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21st June 1998

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Volunteers bring comfort to soldiers

The Sunday Times Investigation Desk

Reports by Christopher Kamalendran, Chamintha Thilakaratne, Faraza Farook and Nilika de Silva Pix by Lakshman Gunatillake

Doctors are playing a dual role of caring for patients and as public relations men in hospitals in the city and suburbs.

Their new role has been prompted by the presence of soldiers among the patients receiving daily care.

"We have had an unexpected increase in the number of patients. Not only have we to tend to the large crowds gathering to enter the hospital but also in having to attend to soldiers", said Dr. D.L. de Lanerolle, Director of the Sri Jayawardenapura hospital.

However, not all patients are pleased about the new set up at the hospitals for the simple reason that they fear their health requirements are being ignored by medical officials.

"We have been forced to shift from our wards in order to accommodate the incoming soldiers. Now the paying ward in which we were staying earlier has been turned into an army ward while we have been overcrowded with the remaining paying wards where only 60 beds could be accommodated under normal circumstances", said one displeased patient.

Hospital authorities agreed that the civilian patients have had to adjust accordingly. "Some surgical wards, casualty wards, medical wards have been allocated for the soldiers in order to accommodate them. Even a Class 2 paying ward had to be used.

"We shifted the 40 odd patients to another paying ward due to a lack of choice", Lanerolle said.

Although sharing a bed with another maybe difficult, patients at the Wetara district hospital have welcomed the move with both hands. By voluntarily handing over their beds to the needy soldiers the patients have expressed their gratitude and appreciation. We don't mind, we are ready to sacrifice our comforts for them", they unanimously said.

Patients whose operations have been delayed, appointments and checkups postponed till further notice are not among those sympathetic civilians.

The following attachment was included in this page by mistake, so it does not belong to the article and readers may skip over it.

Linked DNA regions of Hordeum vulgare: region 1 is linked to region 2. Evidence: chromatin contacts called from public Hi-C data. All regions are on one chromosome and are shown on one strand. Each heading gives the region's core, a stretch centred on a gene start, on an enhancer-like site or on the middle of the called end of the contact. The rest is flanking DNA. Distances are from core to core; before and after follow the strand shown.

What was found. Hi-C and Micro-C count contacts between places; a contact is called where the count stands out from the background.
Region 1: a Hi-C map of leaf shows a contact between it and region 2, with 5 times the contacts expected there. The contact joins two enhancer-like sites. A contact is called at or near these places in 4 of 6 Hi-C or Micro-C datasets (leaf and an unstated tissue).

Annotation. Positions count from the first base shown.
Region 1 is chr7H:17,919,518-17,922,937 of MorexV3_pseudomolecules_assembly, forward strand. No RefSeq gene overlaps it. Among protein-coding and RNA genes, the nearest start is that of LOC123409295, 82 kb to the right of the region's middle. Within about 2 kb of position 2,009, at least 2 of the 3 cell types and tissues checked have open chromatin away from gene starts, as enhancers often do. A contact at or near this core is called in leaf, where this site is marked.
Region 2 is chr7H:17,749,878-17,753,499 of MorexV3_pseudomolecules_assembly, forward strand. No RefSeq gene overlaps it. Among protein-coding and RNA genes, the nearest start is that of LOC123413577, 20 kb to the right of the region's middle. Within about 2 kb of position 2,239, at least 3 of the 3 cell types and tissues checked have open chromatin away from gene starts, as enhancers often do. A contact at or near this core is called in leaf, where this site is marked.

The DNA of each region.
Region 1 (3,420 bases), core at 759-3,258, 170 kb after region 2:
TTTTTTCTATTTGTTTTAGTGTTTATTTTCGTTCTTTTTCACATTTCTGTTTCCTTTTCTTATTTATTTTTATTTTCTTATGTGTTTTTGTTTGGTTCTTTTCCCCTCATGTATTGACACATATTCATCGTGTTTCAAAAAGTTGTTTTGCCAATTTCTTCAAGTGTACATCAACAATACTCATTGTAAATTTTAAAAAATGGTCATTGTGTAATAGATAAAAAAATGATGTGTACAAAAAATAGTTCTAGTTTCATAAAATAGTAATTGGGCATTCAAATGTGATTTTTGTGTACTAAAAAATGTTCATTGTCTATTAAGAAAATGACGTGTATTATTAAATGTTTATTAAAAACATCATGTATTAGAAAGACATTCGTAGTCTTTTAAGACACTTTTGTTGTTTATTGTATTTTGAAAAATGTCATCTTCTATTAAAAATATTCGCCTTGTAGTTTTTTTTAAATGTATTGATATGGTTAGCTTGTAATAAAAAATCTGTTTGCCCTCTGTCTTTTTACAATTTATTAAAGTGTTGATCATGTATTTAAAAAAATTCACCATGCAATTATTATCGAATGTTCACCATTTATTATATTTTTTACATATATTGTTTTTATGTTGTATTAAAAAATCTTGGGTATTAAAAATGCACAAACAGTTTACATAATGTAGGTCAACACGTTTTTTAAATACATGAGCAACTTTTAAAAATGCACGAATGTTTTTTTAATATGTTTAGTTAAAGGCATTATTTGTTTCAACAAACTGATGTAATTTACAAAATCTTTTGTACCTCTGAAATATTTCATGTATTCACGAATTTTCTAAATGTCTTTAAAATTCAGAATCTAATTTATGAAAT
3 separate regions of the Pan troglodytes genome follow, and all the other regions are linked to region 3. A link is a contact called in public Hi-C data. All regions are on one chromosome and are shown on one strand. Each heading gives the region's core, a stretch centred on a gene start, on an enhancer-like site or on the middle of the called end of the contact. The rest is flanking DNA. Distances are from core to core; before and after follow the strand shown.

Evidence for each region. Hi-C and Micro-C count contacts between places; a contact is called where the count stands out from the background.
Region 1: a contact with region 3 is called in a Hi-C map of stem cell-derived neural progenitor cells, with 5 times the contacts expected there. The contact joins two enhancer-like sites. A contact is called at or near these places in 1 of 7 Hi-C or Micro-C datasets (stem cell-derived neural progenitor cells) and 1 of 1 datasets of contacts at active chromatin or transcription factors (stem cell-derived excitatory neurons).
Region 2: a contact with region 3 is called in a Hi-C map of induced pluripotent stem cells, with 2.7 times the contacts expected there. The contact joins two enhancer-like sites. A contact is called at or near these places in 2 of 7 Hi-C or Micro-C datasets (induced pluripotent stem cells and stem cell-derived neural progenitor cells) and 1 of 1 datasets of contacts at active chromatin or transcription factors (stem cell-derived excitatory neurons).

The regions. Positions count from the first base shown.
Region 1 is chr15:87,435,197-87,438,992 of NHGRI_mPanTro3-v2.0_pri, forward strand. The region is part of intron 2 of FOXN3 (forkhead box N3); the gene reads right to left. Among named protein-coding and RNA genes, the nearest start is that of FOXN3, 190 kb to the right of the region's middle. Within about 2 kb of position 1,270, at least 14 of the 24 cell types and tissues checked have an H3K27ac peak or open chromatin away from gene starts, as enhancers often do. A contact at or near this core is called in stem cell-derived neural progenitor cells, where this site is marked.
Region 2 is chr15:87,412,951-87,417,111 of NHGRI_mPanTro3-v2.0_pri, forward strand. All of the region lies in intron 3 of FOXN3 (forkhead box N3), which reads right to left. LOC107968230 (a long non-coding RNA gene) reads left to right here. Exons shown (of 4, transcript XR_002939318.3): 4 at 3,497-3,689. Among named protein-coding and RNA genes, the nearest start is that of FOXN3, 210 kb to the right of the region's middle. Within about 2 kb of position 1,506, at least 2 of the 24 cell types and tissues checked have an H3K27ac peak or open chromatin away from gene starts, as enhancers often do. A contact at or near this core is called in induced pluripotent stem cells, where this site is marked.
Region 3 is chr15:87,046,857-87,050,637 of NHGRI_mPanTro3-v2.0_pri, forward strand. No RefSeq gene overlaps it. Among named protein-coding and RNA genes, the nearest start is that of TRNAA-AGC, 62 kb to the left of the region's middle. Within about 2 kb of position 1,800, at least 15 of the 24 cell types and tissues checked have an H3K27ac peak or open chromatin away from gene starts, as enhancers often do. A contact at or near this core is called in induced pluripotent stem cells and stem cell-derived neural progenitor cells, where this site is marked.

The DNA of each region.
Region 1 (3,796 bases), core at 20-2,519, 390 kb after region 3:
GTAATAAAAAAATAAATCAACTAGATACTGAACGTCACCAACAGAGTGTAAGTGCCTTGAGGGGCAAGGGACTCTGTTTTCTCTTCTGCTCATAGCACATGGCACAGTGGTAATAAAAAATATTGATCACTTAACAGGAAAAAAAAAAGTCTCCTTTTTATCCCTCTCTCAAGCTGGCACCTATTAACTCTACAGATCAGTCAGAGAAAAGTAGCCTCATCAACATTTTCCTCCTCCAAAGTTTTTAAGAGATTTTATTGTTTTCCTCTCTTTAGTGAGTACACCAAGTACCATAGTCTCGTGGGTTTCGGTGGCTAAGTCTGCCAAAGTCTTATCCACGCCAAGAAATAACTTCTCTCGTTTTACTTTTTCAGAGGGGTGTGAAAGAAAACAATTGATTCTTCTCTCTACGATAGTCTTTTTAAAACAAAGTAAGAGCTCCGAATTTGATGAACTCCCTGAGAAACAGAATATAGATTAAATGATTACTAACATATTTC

On the other hand, doctors, nurses and attendants are working round the clock to attend on all patients. But their duties do not end at that. We give preference to soldiers and we treat them very kindly and nicely said a nurse in charge of ward 7 at the Jayawardenapura hospital.

"Most often apart from having to treat the injured we have a tough time in getting their relatives around", said doctors at the hospitals. They said that the relatives who have travelled from as far as Middeniya, Baddegama, Polonnaruwa refuse to leave. It is difficult to know how to make them go once the visiting hours are over.

"Amma it is time to go now. You must go because we have to take your son to the operating theatre in a little while and we need to prepare him. You can come early tomorrow morning to see him when he is better. And I am sure he will be waiting", a lady doctor was heard consoling a soldier's mother at Kalubowila hospital. Although the uncertainties of tomorrow prohibited her from leaving, the assurance helped.

Ajith Prasanna Mathangaweera has been warded for 10 days but no one came to visit him. While other soldiers' relatives who have come to know of their plight through means other than official arrive at their bedside, Ajith can only hope that his family was there by his side.

Gamini Ranjith's family had no idea that he was warded in a hospital until a family friend from Anuradhapura informed that he was flown to Colombo for treatment. Gamini's family members are not alone.

This was the usual case in the hospitals that The Sunday Times team visited, where arrangements for relatives to see injured soldiers who arrive from remote areas have not been made. As a result, they come too early or too late for visiting hours that they are either forced to stay back in Colombo or return the next day.

But volunteers at the hospitals helped soldiers get over their longing for family. Ven. Thuruvila Wimaladharma Thero, the Advisor to Hospital Buddhist Society is busy organising volunteers which includes school children.